FIG. 3C is a cross-sectional view of the temporary anchor of FIG. 3A;

FIG. 4A is a perspective view of an assembled temporary anchor, in accordance with embodiments of the present invention;

FIG. 4B is a perspective view of the temporary anchor of FIG. 4A in which the components have been separated from one another;

FIG. 4C is a cross-sectional view of the temporary anchor of FIG. 4A;

FIG. 5A is a perspective view of one type of adhesive element, in accordance with embodiments of the present invention;

FIG. 5B is a perspective view of one type of adhesive element, in accordance with embodiments of the present invention;

FIG. 6A is a flowchart illustrating a method for using a temporary anchor, in accordance with embodiments of the present invention;

FIG. 6B is a flowchart illustrating a method for assembling a temporary anchor, in accordance with embodiments of the present invention;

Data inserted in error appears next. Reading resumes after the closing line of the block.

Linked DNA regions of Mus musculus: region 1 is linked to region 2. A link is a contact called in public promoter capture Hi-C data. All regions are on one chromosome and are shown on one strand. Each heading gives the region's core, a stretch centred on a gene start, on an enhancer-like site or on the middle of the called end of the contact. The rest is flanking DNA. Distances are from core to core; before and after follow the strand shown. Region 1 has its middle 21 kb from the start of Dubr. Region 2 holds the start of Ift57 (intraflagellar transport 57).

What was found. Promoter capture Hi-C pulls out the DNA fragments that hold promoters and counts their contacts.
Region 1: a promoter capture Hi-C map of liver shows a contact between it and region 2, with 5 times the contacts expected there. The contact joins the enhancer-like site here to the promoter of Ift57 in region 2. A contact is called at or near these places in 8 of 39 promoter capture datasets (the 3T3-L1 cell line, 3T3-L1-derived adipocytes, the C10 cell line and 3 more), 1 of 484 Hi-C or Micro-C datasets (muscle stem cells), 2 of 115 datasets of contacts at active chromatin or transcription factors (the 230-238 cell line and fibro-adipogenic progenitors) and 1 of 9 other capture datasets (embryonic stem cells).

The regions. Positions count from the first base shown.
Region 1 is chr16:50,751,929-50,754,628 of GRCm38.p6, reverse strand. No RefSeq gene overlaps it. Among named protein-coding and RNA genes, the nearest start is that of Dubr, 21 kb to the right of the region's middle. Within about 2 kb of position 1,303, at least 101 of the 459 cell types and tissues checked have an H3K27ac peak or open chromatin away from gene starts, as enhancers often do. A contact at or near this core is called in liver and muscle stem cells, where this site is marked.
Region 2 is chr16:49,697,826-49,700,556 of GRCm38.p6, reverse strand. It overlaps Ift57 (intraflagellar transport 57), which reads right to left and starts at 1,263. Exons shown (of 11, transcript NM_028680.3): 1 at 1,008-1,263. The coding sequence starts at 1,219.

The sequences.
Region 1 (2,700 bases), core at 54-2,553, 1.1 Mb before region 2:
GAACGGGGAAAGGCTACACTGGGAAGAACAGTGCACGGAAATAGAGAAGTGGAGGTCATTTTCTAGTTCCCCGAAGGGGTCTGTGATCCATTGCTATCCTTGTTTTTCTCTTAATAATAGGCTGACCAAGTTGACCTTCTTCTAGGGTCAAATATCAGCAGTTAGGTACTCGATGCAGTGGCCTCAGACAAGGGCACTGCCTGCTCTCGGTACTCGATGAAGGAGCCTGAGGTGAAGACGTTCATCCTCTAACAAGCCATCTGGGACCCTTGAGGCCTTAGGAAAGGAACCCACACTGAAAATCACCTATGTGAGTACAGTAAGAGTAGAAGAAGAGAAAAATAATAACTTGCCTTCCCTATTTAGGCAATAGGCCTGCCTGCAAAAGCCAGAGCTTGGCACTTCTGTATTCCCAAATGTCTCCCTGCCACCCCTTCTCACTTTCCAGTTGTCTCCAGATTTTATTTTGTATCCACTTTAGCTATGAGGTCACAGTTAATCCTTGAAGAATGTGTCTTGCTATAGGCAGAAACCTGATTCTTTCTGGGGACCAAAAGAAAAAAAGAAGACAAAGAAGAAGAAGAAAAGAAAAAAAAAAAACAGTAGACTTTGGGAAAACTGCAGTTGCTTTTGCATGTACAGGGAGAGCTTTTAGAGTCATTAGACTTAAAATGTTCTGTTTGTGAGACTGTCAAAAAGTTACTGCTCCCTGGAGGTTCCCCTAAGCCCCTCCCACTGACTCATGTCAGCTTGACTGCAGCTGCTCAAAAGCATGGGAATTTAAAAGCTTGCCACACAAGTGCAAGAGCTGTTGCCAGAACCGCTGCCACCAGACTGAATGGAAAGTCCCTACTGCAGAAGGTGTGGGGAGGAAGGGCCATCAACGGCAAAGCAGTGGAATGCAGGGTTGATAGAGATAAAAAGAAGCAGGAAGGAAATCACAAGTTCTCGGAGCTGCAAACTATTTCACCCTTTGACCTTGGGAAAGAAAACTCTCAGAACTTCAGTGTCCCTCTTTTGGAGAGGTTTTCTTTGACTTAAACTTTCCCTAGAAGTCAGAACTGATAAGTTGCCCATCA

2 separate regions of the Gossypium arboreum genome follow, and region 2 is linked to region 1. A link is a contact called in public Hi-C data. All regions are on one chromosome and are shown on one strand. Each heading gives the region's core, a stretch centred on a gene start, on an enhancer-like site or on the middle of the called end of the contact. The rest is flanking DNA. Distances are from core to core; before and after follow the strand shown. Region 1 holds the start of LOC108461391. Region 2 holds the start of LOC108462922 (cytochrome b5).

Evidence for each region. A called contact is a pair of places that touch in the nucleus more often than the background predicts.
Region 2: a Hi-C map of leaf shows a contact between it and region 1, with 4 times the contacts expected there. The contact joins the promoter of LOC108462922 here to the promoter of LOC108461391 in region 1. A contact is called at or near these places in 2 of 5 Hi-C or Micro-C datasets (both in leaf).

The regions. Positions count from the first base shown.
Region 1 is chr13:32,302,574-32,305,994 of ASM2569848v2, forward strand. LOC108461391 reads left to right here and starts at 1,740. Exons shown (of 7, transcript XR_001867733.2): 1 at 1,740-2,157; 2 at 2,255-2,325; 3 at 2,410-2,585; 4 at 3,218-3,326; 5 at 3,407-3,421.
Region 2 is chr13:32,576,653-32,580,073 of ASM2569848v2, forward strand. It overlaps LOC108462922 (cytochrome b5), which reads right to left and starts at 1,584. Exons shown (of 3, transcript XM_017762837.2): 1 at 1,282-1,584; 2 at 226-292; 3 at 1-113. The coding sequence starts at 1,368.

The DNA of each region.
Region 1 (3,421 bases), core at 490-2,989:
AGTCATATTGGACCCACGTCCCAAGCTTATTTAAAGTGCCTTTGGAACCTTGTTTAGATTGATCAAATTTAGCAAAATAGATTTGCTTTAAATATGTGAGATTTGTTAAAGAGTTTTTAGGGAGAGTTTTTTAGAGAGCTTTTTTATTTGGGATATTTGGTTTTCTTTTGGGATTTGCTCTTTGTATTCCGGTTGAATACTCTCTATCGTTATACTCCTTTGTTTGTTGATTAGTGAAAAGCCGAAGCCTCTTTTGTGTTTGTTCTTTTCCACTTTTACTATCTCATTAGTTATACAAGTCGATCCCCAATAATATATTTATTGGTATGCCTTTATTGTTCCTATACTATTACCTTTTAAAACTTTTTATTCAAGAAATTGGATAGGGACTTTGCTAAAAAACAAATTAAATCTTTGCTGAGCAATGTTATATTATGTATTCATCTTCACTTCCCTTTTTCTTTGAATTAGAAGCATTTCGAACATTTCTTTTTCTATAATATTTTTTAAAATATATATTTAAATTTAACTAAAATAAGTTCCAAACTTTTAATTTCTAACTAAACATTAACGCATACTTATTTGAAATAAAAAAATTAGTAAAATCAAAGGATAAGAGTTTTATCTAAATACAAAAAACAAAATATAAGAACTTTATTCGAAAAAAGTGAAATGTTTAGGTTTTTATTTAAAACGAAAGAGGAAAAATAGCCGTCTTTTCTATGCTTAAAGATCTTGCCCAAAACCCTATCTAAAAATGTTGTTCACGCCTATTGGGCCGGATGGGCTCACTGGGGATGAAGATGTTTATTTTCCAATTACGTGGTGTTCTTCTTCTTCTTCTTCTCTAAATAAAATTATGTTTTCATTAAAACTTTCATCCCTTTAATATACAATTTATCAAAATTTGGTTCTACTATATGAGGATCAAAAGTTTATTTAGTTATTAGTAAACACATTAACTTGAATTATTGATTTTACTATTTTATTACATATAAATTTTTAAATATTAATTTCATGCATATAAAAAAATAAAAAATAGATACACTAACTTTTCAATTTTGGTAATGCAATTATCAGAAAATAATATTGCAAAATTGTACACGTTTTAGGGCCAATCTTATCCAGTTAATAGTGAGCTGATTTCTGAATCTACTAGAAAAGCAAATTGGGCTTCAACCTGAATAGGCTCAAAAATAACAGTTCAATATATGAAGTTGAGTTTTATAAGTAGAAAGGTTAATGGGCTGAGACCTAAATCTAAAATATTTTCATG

FIG. 6C is a flowchart illustrating a method for assembling a temporary anchor, in accordance with embodiments of the present invention; and

FIG. 6D is a flowchart illustrating a method for assembling a temporary anchor, in accordance with embodiments of the present invention.

DETAILED DESCRIPTION

Aspects of the present invention are generally directed to a temporary anchor for a hearing prosthesis. The anchor is adapted to be affixed to a recipient\'s skin via an adhesive element, and comprises a fixture configured to attach to a coupler of a hearing prosthesis.